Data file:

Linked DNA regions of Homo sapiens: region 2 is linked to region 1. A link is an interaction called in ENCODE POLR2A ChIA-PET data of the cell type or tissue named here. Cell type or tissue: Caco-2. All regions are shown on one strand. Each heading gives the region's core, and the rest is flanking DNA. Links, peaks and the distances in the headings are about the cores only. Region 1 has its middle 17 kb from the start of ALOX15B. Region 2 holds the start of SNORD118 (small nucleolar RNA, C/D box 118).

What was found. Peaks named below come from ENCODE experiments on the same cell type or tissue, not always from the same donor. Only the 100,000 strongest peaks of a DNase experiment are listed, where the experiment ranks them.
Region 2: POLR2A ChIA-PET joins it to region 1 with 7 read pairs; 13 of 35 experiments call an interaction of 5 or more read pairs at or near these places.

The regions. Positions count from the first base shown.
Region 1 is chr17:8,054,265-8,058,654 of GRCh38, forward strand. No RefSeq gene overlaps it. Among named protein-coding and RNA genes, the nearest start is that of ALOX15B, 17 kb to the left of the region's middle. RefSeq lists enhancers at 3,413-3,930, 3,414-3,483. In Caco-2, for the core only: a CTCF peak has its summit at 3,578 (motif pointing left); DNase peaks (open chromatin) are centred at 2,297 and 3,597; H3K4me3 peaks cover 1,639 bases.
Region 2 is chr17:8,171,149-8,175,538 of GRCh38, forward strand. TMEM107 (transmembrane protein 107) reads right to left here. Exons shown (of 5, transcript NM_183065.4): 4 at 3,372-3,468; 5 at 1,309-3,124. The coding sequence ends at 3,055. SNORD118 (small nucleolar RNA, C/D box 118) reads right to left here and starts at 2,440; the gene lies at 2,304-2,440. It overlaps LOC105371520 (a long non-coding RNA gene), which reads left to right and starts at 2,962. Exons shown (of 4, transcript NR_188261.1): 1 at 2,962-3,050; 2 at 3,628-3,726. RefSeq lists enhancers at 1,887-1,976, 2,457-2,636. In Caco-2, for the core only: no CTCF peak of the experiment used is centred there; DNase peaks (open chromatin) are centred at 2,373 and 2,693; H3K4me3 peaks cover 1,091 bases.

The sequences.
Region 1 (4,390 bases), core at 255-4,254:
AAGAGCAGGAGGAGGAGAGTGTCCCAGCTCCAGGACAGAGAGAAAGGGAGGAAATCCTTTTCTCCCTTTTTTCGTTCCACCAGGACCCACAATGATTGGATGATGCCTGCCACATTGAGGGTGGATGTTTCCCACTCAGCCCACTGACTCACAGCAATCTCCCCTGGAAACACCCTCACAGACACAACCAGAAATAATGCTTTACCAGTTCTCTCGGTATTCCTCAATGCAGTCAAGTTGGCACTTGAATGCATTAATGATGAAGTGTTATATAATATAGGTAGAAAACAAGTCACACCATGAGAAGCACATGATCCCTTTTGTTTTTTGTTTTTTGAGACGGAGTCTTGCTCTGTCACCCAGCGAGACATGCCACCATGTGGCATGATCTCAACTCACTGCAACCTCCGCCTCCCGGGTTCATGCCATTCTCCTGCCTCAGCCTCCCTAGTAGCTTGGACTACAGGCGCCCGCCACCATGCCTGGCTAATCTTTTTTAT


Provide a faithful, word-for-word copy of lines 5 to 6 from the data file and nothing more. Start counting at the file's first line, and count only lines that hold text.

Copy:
Region 1 is chr17:8,054,265-8,058,654 of GRCh38, forward strand. No RefSeq gene overlaps it. Among named protein-coding and RNA genes, the nearest start is that of ALOX15B, 17 kb to the left of the region's middle. RefSeq lists enhancers at 3,413-3,930, 3,414-3,483. In Caco-2, for the core only: a CTCF peak has its summit at 3,578 (motif pointing left); DNase peaks (open chromatin) are centred at 2,297 and 3,597; H3K4me3 peaks cover 1,639 bases.
Region 2 is chr17:8,171,149-8,175,538 of GRCh38, forward strand. TMEM107 (transmembrane protein 107) reads right to left here. Exons shown (of 5, transcript NM_183065.4): 4 at 3,372-3,468; 5 at 1,309-3,124. The coding sequence ends at 3,055. SNORD118 (small nucleolar RNA, C/D box 118) reads right to left here and starts at 2,440; the gene lies at 2,304-2,440. It overlaps LOC105371520 (a long non-coding RNA gene), which reads left to right and starts at 2,962. Exons shown (of 4, transcript NR_188261.1): 1 at 2,962-3,050; 2 at 3,628-3,726. RefSeq lists enhancers at 1,887-1,976, 2,457-2,636. In Caco-2, for the core only: no CTCF peak of the experiment used is centred there; DNase peaks (open chromatin) are centred at 2,373 and 2,693; H3K4me3 peaks cover 1,091 bases.